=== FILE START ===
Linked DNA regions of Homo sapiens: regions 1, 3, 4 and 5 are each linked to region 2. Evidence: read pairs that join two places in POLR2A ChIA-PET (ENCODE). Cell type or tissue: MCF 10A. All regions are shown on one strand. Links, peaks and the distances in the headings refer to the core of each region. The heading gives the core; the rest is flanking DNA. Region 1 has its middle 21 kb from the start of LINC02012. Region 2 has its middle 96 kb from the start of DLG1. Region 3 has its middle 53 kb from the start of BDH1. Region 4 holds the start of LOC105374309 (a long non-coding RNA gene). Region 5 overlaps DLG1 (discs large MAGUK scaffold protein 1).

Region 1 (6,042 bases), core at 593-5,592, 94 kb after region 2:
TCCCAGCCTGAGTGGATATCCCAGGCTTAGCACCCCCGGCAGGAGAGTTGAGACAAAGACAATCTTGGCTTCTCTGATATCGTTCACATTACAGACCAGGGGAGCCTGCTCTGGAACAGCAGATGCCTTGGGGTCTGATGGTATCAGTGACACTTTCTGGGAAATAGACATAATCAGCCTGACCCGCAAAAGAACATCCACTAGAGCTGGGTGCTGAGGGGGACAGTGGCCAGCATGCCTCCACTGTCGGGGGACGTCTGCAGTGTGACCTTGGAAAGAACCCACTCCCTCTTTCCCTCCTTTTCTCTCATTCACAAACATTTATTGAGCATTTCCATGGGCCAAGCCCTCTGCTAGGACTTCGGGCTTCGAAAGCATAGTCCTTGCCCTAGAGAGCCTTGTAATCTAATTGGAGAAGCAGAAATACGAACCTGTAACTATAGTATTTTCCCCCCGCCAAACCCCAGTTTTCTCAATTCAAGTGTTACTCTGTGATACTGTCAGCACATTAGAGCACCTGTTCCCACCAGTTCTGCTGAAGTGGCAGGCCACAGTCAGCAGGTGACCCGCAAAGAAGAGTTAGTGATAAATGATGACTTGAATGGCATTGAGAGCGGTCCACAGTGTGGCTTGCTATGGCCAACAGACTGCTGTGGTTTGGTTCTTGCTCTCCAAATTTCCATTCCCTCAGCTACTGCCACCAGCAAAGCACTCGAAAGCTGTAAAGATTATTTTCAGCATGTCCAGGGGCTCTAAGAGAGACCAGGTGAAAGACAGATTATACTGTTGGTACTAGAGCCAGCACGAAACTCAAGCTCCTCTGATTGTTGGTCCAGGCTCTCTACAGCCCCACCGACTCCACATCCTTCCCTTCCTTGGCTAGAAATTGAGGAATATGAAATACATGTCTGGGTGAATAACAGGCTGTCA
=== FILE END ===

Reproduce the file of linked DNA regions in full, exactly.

Linked DNA regions of Homo sapiens: regions 1, 3, 4 and 5 are each linked to region 2. Evidence: read pairs that join two places in POLR2A ChIA-PET (ENCODE). Cell type or tissue: MCF 10A. All regions are shown on one strand. Links, peaks and the distances in the headings refer to the core of each region. The heading gives the core; the rest is flanking DNA. Region 1 has its middle 21 kb from the start of LINC02012. Region 2 has its middle 96 kb from the start of DLG1. Region 3 has its middle 53 kb from the start of BDH1. Region 4 holds the start of LOC105374309 (a long non-coding RNA gene). Region 5 overlaps DLG1 (discs large MAGUK scaffold protein 1).

Region 1 (6,042 bases), core at 593-5,592, 94 kb after region 2:
TCCCAGCCTGAGTGGATATCCCAGGCTTAGCACCCCCGGCAGGAGAGTTGAGACAAAGACAATCTTGGCTTCTCTGATATCGTTCACATTACAGACCAGGGGAGCCTGCTCTGGAACAGCAGATGCCTTGGGGTCTGATGGTATCAGTGACACTTTCTGGGAAATAGACATAATCAGCCTGACCCGCAAAAGAACATCCACTAGAGCTGGGTGCTGAGGGGGACAGTGGCCAGCATGCCTCCACTGTCGGGGGACGTCTGCAGTGTGACCTTGGAAAGAACCCACTCCCTCTTTCCCTCCTTTTCTCTCATTCACAAACATTTATTGAGCATTTCCATGGGCCAAGCCCTCTGCTAGGACTTCGGGCTTCGAAAGCATAGTCCTTGCCCTAGAGAGCCTTGTAATCTAATTGGAGAAGCAGAAATACGAACCTGTAACTATAGTATTTTCCCCCCGCCAAACCCCAGTTTTCTCAATTCAAGTGTTACTCTGTGATACTGTCAGCACATTAGAGCACCTGTTCCCACCAGTTCTGCTGAAGTGGCAGGCCACAGTCAGCAGGTGACCCGCAAAGAAGAGTTAGTGATAAATGATGACTTGAATGGCATTGAGAGCGGTCCACAGTGTGGCTTGCTATGGCCAACAGACTGCTGTGGTTTGGTTCTTGCTCTCCAAATTTCCATTCCCTCAGCTACTGCCACCAGCAAAGCACTCGAAAGCTGTAAAGATTATTTTCAGCATGTCCAGGGGCTCTAAGAGAGACCAGGTGAAAGACAGATTATACTGTTGGTACTAGAGCCAGCACGAAACTCAAGCTCCTCTGATTGTTGGTCCAGGCTCTCTACAGCCCCACCGACTCCACATCCTTCCCTTCCTTGGCTAGAAATTGAGGAATATGAAATACATGTCTGGGTGAATAACAGGCTGTCA